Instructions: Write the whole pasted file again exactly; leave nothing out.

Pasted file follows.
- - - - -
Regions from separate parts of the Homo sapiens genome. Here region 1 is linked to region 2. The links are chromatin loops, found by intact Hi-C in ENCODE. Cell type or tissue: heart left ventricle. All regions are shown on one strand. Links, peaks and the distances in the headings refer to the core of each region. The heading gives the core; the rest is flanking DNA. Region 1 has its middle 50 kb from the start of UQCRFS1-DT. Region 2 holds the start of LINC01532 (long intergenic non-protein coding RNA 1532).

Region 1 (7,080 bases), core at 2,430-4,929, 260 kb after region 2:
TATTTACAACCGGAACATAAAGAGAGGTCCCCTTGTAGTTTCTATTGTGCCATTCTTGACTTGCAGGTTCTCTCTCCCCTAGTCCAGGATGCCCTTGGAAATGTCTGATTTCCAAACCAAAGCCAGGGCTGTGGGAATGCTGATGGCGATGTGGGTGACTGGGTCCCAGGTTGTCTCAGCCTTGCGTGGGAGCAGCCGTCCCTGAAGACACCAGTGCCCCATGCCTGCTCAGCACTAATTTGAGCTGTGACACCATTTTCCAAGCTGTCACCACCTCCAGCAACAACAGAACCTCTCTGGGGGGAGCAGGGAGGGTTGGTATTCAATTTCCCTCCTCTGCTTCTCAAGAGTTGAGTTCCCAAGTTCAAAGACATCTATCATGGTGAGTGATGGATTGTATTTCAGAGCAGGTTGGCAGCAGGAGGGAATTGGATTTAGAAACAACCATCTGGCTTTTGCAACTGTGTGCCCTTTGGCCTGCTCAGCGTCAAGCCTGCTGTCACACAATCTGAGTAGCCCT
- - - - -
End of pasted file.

Regions from separate parts of the Homo sapiens genome. Here region 1 is linked to region 2. The links are chromatin loops, found by intact Hi-C in ENCODE. Cell type or tissue: heart left ventricle. All regions are shown on one strand. Links, peaks and the distances in the headings refer to the core of each region. The heading gives the core; the rest is flanking DNA. Region 1 has its middle 50 kb from the start of UQCRFS1-DT. Region 2 holds the start of LINC01532 (long intergenic non-protein coding RNA 1532).

Region 1 (7,080 bases), core at 2,430-4,929, 260 kb after region 2:
TATTTACAACCGGAACATAAAGAGAGGTCCCCTTGTAGTTTCTATTGTGCCATTCTTGACTTGCAGGTTCTCTCTCCCCTAGTCCAGGATGCCCTTGGAAATGTCTGATTTCCAAACCAAAGCCAGGGCTGTGGGAATGCTGATGGCGATGTGGGTGACTGGGTCCCAGGTTGTCTCAGCCTTGCGTGGGAGCAGCCGTCCCTGAAGACACCAGTGCCCCATGCCTGCTCAGCACTAATTTGAGCTGTGACACCATTTTCCAAGCTGTCACCACCTCCAGCAACAACAGAACCTCTCTGGGGGGAGCAGGGAGGGTTGGTATTCAATTTCCCTCCTCTGCTTCTCAAGAGTTGAGTTCCCAAGTTCAAAGACATCTATCATGGTGAGTGATGGATTGTATTTCAGAGCAGGTTGGCAGCAGGAGGGAATTGGATTTAGAAACAACCATCTGGCTTTTGCAACTGTGTGCCCTTTGGCCTGCTCAGCGTCAAGCCTGCTGTCACACAATCTGAGTAGCCCT